Published on January 26, 2016 by Henry Royse  

Since the 2007 season, the NFL International Series has grown increasingly popular across the pond. The first game saw the New York Giants defeating the Miami Dolphins 13 – 10 at Wembley Stadium in London and boasted an attendance of 81,176. This attendance figure shows the attendance for every International Series game played to date:

International Series Game Attendance Figures
DateVisiting TeamScoreHome TeamScoreAttendance
October 28, 2007 New York Giants 13 Miami Dolphins 10 81,176
October 26, 2008 San Diego Chargers 32 New Orleans Saints 37 83,226
October 25, 2009 New England Patriots 35 Tampa Bay Buccaneers 7 84,254
October 31, 2010 Denver Broncos 16 San Francisco 49ers 24 83,941
October 23, 2011 Chicago Bears 24 Tampa Bay Buccaneers 18 76,981
October 28, 2012 New England Patriots 45 St. Louis Rams 7 84,004
September 29, 2013 Pittsburgh Steelers 27 Minnesota Vikings 34 83,518
October 27, 2013 San Francisco 49ers 42 Jacksonville Jaguars 10 83,559
September 28, 2014 Miami Dolphins 38 Oakland Raiders 14 83,436
October 26, 2014 Detroit Lions 22 Atlanta Falcons 21 83,532
November 9, 2014 Dallas Cowboys 31 Jacksonville Jaguars 17 83,603
October 4, 2015 New York Jets 27 Miami Dolphins 14 83,986
October 25, 2015 Buffalo Bills 31 Jacksonville Jaguars 34 84,021
November 1, 2015 Detroit Lions 10 Kansas City Chiefs 45 83,624

As the season comes to a close it looks like the three NFL games played in London at Wembley Stadium will be the highest average attendance for the 2015/2016 season. These attendance numbers have sparked a debate asking; why not move an NFL team to London?

Analysts and media entities think that a likely candidate for the move would be the Jacksonville Jaguars. The Jaguars average attendance figures since 2010 - 2014 have been: 63,032, 62,331, 64,984, 59,940, and 65,541 respectively. A move to London would undoubtedly increase attendance and, in turn, increase revenue for the franchise. While these figures would are plenty of incentive for the NFL, there are other factors to consider.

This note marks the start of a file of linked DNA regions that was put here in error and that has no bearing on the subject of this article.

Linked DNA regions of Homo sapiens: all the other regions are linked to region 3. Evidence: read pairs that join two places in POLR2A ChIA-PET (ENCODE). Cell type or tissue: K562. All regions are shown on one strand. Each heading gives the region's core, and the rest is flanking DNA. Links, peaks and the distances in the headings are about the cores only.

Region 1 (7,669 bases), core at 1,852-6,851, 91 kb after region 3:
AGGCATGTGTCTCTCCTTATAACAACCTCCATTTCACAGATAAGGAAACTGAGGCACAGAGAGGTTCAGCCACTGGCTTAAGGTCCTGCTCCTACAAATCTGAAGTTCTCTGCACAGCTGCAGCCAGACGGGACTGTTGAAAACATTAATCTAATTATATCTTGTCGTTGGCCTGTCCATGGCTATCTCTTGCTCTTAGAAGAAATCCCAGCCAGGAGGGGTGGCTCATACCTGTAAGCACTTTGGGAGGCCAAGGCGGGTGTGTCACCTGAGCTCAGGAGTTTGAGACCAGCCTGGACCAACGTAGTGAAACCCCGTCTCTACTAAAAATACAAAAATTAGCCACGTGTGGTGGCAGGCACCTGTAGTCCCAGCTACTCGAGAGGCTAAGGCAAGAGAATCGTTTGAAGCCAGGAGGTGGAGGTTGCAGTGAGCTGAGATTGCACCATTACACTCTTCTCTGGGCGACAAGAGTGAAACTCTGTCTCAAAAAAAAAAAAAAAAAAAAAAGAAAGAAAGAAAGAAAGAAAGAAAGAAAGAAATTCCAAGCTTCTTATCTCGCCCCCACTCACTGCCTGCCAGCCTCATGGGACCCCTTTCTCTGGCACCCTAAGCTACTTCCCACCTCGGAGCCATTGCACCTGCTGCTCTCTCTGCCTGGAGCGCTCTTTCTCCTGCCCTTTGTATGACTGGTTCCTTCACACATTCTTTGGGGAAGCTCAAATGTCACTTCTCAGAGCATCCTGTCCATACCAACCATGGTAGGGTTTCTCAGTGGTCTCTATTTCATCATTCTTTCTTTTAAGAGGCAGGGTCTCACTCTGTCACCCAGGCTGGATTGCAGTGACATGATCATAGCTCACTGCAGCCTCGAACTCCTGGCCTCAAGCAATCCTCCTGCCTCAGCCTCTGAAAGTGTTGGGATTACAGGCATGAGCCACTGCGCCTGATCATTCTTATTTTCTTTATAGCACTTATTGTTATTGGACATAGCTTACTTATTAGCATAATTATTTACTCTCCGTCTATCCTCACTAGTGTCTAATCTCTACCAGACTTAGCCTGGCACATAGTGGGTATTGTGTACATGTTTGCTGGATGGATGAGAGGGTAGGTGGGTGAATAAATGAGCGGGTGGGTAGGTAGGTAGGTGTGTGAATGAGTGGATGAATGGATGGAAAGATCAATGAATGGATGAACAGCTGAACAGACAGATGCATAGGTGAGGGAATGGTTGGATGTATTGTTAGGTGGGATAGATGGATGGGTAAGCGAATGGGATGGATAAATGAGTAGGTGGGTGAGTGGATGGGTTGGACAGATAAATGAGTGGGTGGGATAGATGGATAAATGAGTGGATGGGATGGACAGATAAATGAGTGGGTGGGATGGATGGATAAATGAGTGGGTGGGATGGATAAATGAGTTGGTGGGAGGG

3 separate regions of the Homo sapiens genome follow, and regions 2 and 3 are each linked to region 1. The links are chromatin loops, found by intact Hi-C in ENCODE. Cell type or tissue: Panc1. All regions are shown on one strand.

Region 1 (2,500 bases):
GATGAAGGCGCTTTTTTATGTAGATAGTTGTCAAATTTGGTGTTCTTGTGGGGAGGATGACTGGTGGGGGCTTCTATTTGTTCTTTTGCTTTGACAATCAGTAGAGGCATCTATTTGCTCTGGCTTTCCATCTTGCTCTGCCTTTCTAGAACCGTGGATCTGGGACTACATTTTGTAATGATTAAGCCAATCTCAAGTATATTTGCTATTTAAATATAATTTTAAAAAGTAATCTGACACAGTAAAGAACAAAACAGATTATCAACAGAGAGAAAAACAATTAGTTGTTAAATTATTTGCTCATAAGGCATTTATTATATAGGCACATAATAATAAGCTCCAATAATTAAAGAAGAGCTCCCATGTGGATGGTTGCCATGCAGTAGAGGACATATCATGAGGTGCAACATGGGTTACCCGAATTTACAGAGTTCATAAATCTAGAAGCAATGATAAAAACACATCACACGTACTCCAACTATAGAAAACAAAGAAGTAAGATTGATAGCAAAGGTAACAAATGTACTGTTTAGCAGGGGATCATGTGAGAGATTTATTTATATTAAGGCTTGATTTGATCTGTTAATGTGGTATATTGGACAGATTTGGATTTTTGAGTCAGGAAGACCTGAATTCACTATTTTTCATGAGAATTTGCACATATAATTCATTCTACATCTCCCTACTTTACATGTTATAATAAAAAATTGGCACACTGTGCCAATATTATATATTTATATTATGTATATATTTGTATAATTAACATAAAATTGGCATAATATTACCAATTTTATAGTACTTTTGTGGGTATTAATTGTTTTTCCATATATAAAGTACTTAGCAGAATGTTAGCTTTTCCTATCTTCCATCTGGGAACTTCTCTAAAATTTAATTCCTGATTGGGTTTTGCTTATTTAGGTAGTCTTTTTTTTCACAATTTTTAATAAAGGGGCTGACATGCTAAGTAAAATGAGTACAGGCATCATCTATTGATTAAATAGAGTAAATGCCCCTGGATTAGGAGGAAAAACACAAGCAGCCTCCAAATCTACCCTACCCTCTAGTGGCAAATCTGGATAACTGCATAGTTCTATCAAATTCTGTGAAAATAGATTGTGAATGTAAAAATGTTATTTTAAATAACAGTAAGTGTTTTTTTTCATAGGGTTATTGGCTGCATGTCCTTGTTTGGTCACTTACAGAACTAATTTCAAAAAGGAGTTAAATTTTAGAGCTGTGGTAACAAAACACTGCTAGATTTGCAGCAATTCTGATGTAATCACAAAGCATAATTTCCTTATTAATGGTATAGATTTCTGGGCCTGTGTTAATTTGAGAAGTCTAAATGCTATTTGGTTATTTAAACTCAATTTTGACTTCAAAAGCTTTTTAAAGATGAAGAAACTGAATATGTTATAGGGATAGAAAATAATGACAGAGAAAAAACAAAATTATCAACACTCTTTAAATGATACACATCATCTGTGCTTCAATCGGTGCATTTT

The Opposition

Those who oppose the expansion cite lengthy travel times, exchange rates, and other concerns as to why an NFL team in London would be a difficult transition for players and employees of the franchise. While these are legitimate concerns, analysts seem to think that a new bargaining agreement would give members of the expansion franchise salaries and benefits on a level competitive with the teams in the United States.

MLB is Closing the Popularity Gap with the NFL

An expansion to London would be a great move not only for the NFL, but also for the sport of football as a whole. Over the past few years, Americans have increasingly chosen Major League Baseball over the NFL as their favorite sport. According to the annual study called the Harris Poll, at its peak of popularity in 2011 (36%), the NFL had a 23% lead over the MLB as the favorite sport of Americans. In the most recent poll, only 32% of Americans picked the professional football as their favorite sport. This figure is down 3% from last year and the NFL now has just a 16% lead over Major League Baseball.

It is time for the NFL to make a move that would increase popularity of the sport not only in the US, but around the World and what better way to increase popularity than to place a team in one of the World’s largest cities. London has all of the makings of a great NFL city. With a huge market, an increasing fan base, and potential to draw fans from all over Europe, there is plenty of reason to make the move in the next few years.

This blog post was written by Samford University student Henry Royse.